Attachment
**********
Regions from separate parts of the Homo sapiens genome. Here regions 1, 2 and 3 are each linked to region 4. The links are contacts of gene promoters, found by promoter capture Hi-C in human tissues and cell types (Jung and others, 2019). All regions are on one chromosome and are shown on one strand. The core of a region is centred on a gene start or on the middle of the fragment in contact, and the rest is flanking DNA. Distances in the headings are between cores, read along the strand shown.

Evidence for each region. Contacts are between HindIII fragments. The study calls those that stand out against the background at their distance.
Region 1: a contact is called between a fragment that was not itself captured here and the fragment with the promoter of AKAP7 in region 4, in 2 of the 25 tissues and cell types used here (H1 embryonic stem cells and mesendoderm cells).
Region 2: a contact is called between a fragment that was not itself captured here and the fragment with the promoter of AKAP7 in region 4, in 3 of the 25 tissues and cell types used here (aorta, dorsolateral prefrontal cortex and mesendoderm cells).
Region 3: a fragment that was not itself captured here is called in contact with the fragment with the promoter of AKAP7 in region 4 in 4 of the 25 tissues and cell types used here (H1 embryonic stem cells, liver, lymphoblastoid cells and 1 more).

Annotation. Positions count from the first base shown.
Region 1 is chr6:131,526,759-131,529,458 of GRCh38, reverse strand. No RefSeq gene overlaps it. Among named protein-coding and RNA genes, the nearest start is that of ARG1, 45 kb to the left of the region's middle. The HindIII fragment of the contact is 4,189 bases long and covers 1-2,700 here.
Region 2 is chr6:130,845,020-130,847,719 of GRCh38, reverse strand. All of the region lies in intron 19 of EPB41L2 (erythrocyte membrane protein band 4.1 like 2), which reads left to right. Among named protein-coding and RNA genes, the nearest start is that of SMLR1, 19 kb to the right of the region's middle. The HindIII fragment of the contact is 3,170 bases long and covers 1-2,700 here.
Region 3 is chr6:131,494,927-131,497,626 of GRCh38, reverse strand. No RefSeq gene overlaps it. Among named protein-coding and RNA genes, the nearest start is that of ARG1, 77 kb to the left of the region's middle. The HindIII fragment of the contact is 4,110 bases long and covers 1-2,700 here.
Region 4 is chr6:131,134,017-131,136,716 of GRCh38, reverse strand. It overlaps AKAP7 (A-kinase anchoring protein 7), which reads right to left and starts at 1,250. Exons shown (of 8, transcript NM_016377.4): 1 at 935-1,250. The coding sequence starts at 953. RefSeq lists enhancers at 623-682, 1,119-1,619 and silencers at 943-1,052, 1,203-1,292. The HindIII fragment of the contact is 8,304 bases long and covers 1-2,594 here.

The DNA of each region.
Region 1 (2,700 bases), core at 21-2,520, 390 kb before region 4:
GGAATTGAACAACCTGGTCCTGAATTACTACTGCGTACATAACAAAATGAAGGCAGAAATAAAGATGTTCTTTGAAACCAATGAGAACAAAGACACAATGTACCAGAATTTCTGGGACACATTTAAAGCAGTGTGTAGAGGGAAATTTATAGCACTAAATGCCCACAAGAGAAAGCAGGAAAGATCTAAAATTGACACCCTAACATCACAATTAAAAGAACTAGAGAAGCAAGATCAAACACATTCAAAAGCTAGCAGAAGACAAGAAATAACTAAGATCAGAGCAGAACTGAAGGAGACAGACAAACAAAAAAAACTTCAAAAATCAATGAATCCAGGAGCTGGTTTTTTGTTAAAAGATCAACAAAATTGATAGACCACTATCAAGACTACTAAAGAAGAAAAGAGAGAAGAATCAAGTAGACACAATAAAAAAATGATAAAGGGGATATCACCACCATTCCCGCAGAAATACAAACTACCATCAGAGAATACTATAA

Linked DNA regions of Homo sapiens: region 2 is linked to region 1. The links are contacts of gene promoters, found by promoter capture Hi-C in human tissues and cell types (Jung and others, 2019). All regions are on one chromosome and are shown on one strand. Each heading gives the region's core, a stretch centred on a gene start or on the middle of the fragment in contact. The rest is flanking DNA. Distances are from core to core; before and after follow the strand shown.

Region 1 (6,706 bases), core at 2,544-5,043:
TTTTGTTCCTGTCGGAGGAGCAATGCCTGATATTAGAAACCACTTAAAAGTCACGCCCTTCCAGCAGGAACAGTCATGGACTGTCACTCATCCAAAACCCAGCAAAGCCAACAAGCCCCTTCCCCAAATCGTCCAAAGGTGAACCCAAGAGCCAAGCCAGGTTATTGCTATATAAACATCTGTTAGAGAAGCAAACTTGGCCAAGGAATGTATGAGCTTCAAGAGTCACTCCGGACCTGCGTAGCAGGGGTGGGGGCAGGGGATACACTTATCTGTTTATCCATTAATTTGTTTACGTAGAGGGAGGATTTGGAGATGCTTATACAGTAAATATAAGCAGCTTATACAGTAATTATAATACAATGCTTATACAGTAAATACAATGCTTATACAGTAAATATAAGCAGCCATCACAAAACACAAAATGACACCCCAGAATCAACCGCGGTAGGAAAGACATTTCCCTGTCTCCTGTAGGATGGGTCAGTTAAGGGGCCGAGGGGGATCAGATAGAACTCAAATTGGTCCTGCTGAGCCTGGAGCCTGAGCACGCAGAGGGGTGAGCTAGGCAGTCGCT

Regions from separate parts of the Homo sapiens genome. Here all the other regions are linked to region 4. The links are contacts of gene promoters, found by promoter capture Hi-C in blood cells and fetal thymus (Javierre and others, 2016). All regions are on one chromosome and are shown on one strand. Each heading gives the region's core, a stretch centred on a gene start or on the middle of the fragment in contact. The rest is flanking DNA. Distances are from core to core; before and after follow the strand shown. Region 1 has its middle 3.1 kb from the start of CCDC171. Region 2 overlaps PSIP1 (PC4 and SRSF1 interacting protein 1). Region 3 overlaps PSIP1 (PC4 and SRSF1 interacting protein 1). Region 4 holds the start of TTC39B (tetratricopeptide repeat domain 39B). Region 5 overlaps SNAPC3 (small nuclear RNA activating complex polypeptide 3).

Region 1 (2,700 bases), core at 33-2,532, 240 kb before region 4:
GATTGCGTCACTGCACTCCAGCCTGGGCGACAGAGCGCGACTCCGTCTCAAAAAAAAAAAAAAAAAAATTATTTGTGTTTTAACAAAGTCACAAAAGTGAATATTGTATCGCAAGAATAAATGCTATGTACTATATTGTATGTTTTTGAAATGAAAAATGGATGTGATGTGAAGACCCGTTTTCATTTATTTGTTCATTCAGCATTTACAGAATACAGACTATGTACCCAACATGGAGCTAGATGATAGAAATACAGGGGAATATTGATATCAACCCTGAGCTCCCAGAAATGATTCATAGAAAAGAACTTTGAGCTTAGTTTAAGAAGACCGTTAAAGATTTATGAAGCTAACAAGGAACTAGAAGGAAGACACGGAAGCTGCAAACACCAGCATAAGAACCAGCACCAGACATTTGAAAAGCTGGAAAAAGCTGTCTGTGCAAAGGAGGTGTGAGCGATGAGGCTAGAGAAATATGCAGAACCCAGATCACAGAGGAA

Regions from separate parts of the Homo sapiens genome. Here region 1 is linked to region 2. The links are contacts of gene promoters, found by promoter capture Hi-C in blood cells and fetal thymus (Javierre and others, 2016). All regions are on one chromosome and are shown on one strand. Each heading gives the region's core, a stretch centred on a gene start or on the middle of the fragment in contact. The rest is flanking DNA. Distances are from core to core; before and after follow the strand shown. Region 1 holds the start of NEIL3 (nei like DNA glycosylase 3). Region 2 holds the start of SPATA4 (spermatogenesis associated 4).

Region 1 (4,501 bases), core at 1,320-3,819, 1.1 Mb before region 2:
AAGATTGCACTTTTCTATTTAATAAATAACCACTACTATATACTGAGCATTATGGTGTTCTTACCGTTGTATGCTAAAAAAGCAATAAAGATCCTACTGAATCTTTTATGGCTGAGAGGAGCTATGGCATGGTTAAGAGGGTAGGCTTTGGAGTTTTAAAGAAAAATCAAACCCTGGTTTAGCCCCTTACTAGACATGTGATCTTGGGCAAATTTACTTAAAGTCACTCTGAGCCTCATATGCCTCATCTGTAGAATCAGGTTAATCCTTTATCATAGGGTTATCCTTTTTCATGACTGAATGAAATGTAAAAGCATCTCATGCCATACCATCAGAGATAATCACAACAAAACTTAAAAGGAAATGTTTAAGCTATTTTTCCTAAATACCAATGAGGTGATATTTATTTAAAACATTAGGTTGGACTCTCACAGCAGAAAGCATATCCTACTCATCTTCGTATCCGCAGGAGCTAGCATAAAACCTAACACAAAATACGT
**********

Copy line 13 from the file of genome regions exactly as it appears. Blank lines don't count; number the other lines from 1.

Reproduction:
GGAATTGAACAACCTGGTCCTGAATTACTACTGCGTACATAACAAAATGAAGGCAGAAATAAAGATGTTCTTTGAAACCAATGAGAACAAAGACACAATGTACCAGAATTTCTGGGACACATTTAAAGCAGTGTGTAGAGGGAAATTTATAGCACTAAATGCCCACAAGAGAAAGCAGGAAAGATCTAAAATTGACACCCTAACATCACAATTAAAAGAACTAGAGAAGCAAGATCAAACACATTCAAAAGCTAGCAGAAGACAAGAAATAACTAAGATCAGAGCAGAACTGAAGGAGACAGACAAACAAAAAAAACTTCAAAAATCAATGAATCCAGGAGCTGGTTTTTTGTTAAAAGATCAACAAAATTGATAGACCACTATCAAGACTACTAAAGAAGAAAAGAGAGAAGAATCAAGTAGACACAATAAAAAAATGATAAAGGGGATATCACCACCATTCCCGCAGAAATACAAACTACCATCAGAGAATACTATAA